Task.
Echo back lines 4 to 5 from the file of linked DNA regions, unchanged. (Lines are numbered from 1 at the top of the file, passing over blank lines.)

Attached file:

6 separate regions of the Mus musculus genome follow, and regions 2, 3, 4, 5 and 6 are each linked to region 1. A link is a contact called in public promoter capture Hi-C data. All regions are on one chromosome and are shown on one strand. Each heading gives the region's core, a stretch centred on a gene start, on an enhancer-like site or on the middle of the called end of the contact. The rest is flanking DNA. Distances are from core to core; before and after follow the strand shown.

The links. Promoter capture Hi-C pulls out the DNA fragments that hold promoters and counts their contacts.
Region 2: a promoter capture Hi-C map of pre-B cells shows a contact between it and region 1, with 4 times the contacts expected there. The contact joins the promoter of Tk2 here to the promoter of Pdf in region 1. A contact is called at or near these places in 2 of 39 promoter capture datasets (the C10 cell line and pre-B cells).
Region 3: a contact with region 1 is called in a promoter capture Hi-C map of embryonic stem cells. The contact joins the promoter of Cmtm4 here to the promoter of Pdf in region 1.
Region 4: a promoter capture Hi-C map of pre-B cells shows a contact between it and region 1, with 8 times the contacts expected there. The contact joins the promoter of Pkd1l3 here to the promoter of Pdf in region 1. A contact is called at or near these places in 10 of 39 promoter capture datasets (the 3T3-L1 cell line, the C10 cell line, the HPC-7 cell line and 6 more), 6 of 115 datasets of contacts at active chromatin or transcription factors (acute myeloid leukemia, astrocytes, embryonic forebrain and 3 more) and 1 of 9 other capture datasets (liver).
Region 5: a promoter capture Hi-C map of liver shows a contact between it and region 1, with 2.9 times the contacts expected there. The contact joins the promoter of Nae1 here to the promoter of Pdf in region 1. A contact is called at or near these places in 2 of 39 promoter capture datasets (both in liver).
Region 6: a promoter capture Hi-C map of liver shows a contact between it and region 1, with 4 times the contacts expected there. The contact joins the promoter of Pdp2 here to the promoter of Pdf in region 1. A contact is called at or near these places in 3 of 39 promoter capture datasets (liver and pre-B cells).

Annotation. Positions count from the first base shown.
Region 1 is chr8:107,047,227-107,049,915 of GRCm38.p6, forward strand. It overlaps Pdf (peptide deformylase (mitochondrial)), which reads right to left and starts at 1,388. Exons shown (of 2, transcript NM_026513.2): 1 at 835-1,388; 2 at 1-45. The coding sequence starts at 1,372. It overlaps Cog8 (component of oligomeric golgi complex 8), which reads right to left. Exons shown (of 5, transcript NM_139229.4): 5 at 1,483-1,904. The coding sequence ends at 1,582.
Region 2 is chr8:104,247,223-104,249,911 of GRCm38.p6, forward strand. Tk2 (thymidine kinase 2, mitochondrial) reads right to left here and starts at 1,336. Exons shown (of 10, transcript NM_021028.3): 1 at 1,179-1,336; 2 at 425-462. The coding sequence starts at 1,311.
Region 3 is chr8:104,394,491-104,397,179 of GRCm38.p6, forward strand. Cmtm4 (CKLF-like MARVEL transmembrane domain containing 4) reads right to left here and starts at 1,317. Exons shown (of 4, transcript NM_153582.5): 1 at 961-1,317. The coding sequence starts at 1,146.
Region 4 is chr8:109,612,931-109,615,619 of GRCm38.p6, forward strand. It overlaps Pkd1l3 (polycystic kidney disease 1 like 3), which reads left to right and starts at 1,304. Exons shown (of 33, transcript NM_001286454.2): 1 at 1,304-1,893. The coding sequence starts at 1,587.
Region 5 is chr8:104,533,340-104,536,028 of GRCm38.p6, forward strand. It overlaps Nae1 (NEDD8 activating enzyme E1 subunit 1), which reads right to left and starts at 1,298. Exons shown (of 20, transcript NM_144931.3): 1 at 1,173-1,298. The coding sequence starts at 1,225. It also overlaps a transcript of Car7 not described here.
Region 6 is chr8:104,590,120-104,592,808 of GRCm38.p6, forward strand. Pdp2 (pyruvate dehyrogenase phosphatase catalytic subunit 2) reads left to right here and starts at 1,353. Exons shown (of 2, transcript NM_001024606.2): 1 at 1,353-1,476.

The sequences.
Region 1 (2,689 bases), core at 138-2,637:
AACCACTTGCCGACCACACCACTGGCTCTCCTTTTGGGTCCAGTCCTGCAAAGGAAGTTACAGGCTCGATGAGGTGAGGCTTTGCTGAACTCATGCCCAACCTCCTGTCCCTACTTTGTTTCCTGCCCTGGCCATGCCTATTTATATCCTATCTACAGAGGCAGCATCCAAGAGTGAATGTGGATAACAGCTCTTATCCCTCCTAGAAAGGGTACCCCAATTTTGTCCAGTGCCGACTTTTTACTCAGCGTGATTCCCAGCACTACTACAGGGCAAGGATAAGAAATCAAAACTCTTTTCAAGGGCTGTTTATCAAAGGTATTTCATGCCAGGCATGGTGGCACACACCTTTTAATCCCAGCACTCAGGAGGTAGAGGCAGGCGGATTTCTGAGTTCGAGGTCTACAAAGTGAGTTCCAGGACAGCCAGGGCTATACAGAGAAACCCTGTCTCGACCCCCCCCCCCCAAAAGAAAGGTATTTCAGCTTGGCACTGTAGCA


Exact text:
Region 3: a contact with region 1 is called in a promoter capture Hi-C map of embryonic stem cells. The contact joins the promoter of Cmtm4 here to the promoter of Pdf in region 1.
Region 4: a promoter capture Hi-C map of pre-B cells shows a contact between it and region 1, with 8 times the contacts expected there. The contact joins the promoter of Pkd1l3 here to the promoter of Pdf in region 1. A contact is called at or near these places in 10 of 39 promoter capture datasets (the 3T3-L1 cell line, the C10 cell line, the HPC-7 cell line and 6 more), 6 of 115 datasets of contacts at active chromatin or transcription factors (acute myeloid leukemia, astrocytes, embryonic forebrain and 3 more) and 1 of 9 other capture datasets (liver).